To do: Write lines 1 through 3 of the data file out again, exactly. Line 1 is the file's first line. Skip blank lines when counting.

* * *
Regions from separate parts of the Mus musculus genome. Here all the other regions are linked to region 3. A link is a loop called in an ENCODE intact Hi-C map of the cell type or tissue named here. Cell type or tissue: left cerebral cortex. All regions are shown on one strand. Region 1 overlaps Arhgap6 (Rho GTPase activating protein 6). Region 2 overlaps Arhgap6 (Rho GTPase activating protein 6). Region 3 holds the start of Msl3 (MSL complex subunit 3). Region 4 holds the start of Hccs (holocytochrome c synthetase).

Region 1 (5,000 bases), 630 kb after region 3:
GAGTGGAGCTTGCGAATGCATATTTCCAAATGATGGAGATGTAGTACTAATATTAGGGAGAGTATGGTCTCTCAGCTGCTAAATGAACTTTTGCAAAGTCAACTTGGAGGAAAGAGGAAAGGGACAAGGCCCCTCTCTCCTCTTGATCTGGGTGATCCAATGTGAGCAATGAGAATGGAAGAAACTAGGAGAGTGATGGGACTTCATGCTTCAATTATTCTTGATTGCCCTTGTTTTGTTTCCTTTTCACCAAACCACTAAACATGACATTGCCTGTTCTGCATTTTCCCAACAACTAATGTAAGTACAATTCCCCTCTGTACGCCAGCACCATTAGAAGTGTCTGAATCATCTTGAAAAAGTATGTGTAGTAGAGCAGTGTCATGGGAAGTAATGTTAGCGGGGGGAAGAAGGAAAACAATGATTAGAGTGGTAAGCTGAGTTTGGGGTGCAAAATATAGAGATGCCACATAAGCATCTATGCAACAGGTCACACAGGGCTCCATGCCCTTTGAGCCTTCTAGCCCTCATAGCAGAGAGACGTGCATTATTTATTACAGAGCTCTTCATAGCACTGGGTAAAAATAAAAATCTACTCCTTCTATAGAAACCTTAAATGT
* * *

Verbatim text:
Regions from separate parts of the Mus musculus genome. Here all the other regions are linked to region 3. A link is a loop called in an ENCODE intact Hi-C map of the cell type or tissue named here. Cell type or tissue: left cerebral cortex. All regions are shown on one strand. Region 1 overlaps Arhgap6 (Rho GTPase activating protein 6). Region 2 overlaps Arhgap6 (Rho GTPase activating protein 6). Region 3 holds the start of Msl3 (MSL complex subunit 3). Region 4 holds the start of Hccs (holocytochrome c synthetase).

Region 1 (5,000 bases), 630 kb after region 3:
GAGTGGAGCTTGCGAATGCATATTTCCAAATGATGGAGATGTAGTACTAATATTAGGGAGAGTATGGTCTCTCAGCTGCTAAATGAACTTTTGCAAAGTCAACTTGGAGGAAAGAGGAAAGGGACAAGGCCCCTCTCTCCTCTTGATCTGGGTGATCCAATGTGAGCAATGAGAATGGAAGAAACTAGGAGAGTGATGGGACTTCATGCTTCAATTATTCTTGATTGCCCTTGTTTTGTTTCCTTTTCACCAAACCACTAAACATGACATTGCCTGTTCTGCATTTTCCCAACAACTAATGTAAGTACAATTCCCCTCTGTACGCCAGCACCATTAGAAGTGTCTGAATCATCTTGAAAAAGTATGTGTAGTAGAGCAGTGTCATGGGAAGTAATGTTAGCGGGGGGAAGAAGGAAAACAATGATTAGAGTGGTAAGCTGAGTTTGGGGTGCAAAATATAGAGATGCCACATAAGCATCTATGCAACAGGTCACACAGGGCTCCATGCCCTTTGAGCCTTCTAGCCCTCATAGCAGAGAGACGTGCATTATTTATTACAGAGCTCTTCATAGCACTGGGTAAAAATAAAAATCTACTCCTTCTATAGAAACCTTAAATGT